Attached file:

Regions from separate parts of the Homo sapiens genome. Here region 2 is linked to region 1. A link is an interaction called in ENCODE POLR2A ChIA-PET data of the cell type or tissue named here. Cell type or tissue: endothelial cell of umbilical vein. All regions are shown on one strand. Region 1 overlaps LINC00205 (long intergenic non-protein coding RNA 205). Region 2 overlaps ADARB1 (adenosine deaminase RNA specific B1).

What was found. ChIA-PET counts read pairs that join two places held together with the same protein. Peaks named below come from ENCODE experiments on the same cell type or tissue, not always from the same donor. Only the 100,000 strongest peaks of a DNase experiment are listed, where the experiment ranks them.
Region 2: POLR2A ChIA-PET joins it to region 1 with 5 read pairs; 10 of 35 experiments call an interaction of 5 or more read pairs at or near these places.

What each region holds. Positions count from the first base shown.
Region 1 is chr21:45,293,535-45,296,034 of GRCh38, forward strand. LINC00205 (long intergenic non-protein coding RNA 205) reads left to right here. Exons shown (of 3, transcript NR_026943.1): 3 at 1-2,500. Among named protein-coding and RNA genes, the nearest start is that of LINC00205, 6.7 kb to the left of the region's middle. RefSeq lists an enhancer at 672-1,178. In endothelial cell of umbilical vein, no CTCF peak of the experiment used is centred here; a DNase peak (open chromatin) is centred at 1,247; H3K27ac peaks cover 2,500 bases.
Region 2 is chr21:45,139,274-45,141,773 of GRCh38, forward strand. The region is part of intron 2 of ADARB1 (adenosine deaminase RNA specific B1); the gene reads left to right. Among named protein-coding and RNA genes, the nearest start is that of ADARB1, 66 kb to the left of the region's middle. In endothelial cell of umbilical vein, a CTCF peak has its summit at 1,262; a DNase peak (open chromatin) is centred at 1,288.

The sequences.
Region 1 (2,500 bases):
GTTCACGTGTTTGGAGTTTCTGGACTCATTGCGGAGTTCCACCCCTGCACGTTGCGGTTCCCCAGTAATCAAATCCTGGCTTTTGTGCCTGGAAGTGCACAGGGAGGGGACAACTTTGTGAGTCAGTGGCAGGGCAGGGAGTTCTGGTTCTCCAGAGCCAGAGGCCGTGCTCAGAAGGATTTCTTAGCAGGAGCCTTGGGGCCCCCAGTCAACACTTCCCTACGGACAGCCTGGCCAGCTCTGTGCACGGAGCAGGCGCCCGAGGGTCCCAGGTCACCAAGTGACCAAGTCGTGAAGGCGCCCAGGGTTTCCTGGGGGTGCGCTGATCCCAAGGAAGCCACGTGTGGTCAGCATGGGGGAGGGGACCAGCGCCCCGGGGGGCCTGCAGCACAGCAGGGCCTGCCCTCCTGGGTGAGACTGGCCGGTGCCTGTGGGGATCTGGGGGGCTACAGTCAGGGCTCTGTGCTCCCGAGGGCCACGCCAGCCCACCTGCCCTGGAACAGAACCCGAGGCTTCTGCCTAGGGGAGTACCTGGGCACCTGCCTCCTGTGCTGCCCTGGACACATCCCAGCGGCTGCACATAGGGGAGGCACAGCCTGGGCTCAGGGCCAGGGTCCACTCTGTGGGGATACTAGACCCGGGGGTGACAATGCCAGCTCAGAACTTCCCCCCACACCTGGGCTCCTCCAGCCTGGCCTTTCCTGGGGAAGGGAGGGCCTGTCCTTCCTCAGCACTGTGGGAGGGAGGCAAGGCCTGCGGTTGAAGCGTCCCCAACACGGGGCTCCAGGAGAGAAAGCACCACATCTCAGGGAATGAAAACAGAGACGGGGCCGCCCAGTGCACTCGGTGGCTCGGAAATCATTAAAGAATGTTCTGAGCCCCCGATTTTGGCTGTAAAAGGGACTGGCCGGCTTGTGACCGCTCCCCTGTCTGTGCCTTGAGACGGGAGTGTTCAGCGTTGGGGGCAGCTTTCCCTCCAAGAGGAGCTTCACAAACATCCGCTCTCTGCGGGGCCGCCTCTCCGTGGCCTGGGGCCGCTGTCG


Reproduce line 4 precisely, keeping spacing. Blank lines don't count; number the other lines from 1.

What each region holds. Positions count from the first base shown.